Apparently technicians conducting ground tests of transponders and ADS-B Out system have not been following all of the recommended procedures because the FAA has received a number of reports that the aircraft being tested has transmitted position information, including a simulated altitude.
What makes this situation a problem is that aircraft in flight received this test information, and when the test aircraft’s simulated ADS-B altitude was too close to that of another aircraft in flight, let’s just say that the pilots of the flying aircraft were more than a little bit concerned.
In one instance, said FAA Safety Alert for Operators 17002, which addressed this problem, the ADS-B Out test that transmitted a simulated altitude triggered a TCAS (traffic alert and collision avoidance system) resolution advisory (which way to go, such as climb, to avoid a midair collision) on a Boeing 737 on an approach.
Given Chicago Exec’s proximity to TCAS-equipped aircraft conducting terminal operations, it behooves everyone to invest a few minutes in reading the SAFO and ensuring that all test operations follow the proper procedures. And this applies to the operators of all aircraft equipped with ADS-B.
Following the proper procedures is the easiest way to avoid leading airborne aircraft astray with ghostly ADS-B position and altitude reports from aircraft being tested on the ground. There is little chance of this happening if the transponder and ADS-B system being tested has their transmission leads connected directly to the test equipment and not their respective antennas.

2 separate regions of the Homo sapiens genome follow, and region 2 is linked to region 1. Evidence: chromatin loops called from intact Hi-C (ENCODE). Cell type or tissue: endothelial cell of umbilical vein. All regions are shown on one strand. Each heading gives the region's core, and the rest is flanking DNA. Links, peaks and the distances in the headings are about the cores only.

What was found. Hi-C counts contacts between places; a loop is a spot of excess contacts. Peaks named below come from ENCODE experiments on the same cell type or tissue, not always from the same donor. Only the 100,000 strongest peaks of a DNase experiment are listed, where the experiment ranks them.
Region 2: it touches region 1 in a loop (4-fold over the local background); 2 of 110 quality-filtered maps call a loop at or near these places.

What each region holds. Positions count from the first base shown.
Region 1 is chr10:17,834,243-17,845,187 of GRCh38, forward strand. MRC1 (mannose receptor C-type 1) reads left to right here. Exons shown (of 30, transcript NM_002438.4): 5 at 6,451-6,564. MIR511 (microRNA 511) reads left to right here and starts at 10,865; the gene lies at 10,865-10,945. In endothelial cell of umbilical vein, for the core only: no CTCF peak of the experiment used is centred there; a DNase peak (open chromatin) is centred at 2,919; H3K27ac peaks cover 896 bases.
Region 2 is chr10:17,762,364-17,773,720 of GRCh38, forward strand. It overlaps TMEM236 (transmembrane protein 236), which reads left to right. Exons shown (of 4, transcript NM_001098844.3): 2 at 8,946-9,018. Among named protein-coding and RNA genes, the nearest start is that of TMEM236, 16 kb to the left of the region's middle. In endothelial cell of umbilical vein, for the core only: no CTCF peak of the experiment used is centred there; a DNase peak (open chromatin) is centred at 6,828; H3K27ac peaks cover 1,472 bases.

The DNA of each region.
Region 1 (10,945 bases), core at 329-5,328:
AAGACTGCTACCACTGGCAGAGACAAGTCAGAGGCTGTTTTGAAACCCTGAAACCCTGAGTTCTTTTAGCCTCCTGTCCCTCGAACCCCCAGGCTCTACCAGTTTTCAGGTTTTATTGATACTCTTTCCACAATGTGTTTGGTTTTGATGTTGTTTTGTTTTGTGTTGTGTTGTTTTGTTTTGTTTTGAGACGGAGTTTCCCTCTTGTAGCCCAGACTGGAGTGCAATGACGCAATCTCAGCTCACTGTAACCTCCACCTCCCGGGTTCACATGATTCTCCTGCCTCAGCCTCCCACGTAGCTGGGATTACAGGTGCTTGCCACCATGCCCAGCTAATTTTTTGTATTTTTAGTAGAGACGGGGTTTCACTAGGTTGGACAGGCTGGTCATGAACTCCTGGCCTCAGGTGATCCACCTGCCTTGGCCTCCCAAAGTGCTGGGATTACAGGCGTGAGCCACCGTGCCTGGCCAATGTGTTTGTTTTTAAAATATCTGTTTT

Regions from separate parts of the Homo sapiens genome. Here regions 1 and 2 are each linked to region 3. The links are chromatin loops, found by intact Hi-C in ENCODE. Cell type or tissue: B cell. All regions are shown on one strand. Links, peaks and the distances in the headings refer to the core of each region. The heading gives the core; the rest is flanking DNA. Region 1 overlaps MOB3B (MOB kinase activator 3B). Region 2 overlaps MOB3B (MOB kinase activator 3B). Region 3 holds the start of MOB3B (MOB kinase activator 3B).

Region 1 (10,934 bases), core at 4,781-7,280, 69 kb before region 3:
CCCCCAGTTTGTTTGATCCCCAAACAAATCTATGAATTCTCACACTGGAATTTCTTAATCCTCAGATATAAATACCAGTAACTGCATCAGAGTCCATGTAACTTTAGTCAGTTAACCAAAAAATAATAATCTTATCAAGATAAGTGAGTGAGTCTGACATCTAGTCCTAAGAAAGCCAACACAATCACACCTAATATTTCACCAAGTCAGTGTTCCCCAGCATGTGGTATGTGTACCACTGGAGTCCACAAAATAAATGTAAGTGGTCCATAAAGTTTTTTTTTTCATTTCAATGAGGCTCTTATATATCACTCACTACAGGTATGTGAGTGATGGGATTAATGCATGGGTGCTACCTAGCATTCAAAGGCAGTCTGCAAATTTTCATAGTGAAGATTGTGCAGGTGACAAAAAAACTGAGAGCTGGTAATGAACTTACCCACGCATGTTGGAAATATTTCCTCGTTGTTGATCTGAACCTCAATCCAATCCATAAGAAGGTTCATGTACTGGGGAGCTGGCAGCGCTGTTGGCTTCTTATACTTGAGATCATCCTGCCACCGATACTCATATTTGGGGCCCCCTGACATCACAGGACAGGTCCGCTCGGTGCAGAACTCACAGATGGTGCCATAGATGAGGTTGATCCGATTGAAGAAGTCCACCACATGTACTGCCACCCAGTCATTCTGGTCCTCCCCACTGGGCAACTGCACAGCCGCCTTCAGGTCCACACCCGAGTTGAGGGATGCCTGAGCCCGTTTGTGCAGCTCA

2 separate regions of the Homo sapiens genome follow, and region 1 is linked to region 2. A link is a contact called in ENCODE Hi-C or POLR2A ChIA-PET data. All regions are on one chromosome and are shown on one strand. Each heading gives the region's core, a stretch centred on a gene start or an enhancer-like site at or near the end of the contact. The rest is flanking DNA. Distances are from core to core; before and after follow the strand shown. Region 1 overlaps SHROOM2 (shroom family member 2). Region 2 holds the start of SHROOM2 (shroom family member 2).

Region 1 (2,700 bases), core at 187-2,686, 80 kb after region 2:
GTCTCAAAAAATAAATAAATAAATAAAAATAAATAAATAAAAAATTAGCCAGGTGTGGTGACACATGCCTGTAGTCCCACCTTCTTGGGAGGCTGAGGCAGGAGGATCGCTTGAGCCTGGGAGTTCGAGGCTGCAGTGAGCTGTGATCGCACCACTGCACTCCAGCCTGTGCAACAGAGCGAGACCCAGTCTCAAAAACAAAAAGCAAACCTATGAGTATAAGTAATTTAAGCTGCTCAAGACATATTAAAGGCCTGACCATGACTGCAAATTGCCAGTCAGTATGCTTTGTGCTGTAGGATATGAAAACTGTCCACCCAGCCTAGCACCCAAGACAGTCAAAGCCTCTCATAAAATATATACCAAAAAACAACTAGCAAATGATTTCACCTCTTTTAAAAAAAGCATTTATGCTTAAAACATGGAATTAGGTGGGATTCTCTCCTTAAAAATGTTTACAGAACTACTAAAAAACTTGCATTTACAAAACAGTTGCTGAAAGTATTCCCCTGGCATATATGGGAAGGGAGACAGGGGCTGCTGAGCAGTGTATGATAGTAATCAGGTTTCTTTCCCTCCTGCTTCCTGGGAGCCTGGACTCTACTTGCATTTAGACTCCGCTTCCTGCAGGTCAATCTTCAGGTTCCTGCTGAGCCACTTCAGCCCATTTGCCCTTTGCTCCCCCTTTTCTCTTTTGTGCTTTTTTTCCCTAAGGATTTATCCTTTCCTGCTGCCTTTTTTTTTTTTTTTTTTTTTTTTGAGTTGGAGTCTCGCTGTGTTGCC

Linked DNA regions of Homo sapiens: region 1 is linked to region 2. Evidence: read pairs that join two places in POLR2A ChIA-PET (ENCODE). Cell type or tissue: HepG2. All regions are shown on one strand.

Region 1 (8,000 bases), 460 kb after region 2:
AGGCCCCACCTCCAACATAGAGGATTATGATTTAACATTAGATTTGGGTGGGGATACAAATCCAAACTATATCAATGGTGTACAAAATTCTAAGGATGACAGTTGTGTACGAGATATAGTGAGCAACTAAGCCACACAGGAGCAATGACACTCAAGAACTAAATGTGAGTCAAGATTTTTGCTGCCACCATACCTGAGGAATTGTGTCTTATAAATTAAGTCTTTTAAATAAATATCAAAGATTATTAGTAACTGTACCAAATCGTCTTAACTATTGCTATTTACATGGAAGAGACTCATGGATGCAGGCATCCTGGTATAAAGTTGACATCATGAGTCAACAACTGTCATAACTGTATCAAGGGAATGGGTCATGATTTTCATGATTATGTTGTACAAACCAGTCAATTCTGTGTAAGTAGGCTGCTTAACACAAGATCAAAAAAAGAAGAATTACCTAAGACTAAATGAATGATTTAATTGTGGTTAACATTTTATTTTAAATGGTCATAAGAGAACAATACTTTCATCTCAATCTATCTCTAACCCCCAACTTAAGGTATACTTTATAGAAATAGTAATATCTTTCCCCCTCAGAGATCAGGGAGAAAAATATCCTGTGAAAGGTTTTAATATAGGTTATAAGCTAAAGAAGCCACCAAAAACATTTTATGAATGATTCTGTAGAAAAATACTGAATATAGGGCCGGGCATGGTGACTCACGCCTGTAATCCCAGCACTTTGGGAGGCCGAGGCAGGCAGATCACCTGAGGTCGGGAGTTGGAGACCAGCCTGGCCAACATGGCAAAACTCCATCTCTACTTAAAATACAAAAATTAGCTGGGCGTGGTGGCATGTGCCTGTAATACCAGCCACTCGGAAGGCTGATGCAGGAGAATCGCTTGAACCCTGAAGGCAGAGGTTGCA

But depending on the aircraft, making this test-equipment connection is not always possible. In that case, the antennas must be shielded to prevent position and simulated altitude reports being transmitted to the air traffic control system and TCAS-equipped aircraft in the area.
To test the altitude reporting component of these systems, the test equipment is connected to the pitot-static system, which allows the technician to raise or lower the air pressure the system senses. This simulates the air pressure at different altitudes.
As a backup to following the proper transponder and ADS-B test procedures and effective antenna shielding, when required, technicians testing these systems should also notify the nearest air traffic control facility (that would be the Chicago Exec tower) about the impending tests.
Before they call, the should review the relevant guidance in the current Advisory Circular 29-151, “ Airworthiness Approval of TCAS II and Associated Mode S Transponders,” AC 43.6, “Altitude Reporting Equipment and Transponder System Maintenance and Inspection Practices,” and AC 20-165, “Airworthiness Approval of Automatic Dependent Surveillance – Broadcast Out Systems.”